Current president of Pixar Animation Studios and Walt Disney Animation Studios, Ed Catmull wrote in his book Creativity, Inc. that the best thing to do “when faced with a challenge [is to] get smarter.” Successful people don’t assume that they know everything or that they are the smartest people out there. They continue to learn and better themselves and their craft. Some of the most successful people pick up new hobbies consistently throughout their lives and careers to keep their brains active and to help with creativity.
Assertiveness has become a bit of a buzzword. We constantly hear about the benefits of being more assertive. Assertiveness enables us to take care of ourselves without being overbearing.
There is research being done on the delicate balance between being passive and aggressive. Ultimately the “assertive you” will boil down to knowing your self worth and practicing the behaviors of being more assertive.
There are many strategies for being more assertive. In this post I would like to share some of the small, specific things you can start doing today to be more assertive without turning into an aggressive butthole.
Start with “I” statements
Rather than being with a “You” when talking to someone, start with “I.” This shows that you are being accountable for yourself and sharing what you think and need.
Example: Instead of saying, “You keep interrupting me” you can change it to “I would like to finish what I was going to say without being interrupted”
Make your requests more intentional
Instead of asking people if they wanna do something (“you wanna go over that presentation?”), show your intention and make the request clear.
Example: “please review the presentation before the meeting”
Share the facts that you notice
When you see your colleague acting lazy or disengaged from work, it is a good idea to give feedback on what you notice. The impulse may be to say “hey, why are you being so lazy!”
Don’t give in. Keep things factual and share what you notice.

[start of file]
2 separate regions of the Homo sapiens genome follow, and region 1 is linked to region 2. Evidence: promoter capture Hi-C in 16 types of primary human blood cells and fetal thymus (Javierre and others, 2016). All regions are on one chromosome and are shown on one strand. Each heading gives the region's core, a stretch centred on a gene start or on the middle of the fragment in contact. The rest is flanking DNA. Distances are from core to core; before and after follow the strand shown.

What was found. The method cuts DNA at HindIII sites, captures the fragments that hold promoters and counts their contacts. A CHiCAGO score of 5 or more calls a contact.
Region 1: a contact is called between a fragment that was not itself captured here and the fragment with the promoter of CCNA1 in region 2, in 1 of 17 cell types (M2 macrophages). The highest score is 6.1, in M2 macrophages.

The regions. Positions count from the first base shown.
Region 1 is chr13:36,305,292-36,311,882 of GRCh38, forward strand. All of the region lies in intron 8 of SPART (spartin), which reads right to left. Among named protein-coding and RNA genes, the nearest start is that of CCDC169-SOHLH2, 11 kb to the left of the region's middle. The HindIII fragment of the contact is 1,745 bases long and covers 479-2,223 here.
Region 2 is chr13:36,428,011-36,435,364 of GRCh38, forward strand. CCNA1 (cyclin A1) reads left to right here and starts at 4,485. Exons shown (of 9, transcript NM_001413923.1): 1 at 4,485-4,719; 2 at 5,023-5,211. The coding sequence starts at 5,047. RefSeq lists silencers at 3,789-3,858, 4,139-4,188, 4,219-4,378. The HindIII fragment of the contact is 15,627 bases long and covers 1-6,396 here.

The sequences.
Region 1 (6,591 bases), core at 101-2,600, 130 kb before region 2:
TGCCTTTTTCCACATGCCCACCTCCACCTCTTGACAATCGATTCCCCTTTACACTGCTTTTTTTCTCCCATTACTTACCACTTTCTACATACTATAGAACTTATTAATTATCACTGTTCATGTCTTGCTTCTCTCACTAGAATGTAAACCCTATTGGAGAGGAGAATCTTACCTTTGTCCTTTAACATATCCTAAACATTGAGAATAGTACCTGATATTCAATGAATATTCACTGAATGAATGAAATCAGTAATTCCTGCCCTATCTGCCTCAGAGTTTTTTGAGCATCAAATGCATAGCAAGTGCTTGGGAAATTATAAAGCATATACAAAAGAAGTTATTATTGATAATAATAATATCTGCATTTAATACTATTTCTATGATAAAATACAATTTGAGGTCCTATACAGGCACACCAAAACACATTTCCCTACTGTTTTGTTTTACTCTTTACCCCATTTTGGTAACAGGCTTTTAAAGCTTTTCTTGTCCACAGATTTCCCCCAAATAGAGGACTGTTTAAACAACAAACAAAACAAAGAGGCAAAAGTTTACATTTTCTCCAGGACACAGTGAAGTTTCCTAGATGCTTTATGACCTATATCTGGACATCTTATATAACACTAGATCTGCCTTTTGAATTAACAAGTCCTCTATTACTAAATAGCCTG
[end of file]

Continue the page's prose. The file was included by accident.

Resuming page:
Example: “I noticed that you’ve come in half an hour late 3 times this week.”
Take a breath and assertively ask to think
Being assertive doesn’t always mean you have to have an immediate answer. There will be times where you need to process what is being said and it is okay to say, “let me think for a second.” This response shows that you acknowledged the request and gives you a few moments to gather your thoughts.
Politely say no without explanation
This is not a time for maybes. Be direct when you say no when you mean it. Make sure you body language is congruent with your words. Don’t feel like you need to give a reason if you don’t want to.
This doesn’t mean that you agree or disagree with it. It does show that you have listened to the other person and can take it into consideration before sharing your opinion.
Cut out hedge statements
Saying things like “this is only my opinion” or “I’m not sure if I’m right here” discredits your opinion. You can cut these out and just go straight to what you think. This will come off as being more confident in what you are saying.
Offer an alternative
There will be times when you want to help someone out, but not at that moment. Use this as an opportunity to be assertive and suggest something that works for you.
Example: “I’d love to help out, unfortunately that deadline won’t work for me. Is it flexible?”
Another example: “It sounds interesting. I’m not comfortable with ABC. Can we discuss other ways I might contribute?”
Study effective communication strategies
Communication is the heart of assertiveness. Making the study of communication a daily habit is good practice you can implement. You’ll learn many effective ways to express what you want and gain agreements.
Stand like superman
Amy Cuddy gave a powerful ted talk on how body language impacts how others see us and also how we feel within ourselves. Standing in confident postures can actually change how you feel. So the next time you are preparing to be assertive in a meeting, strike a pose first.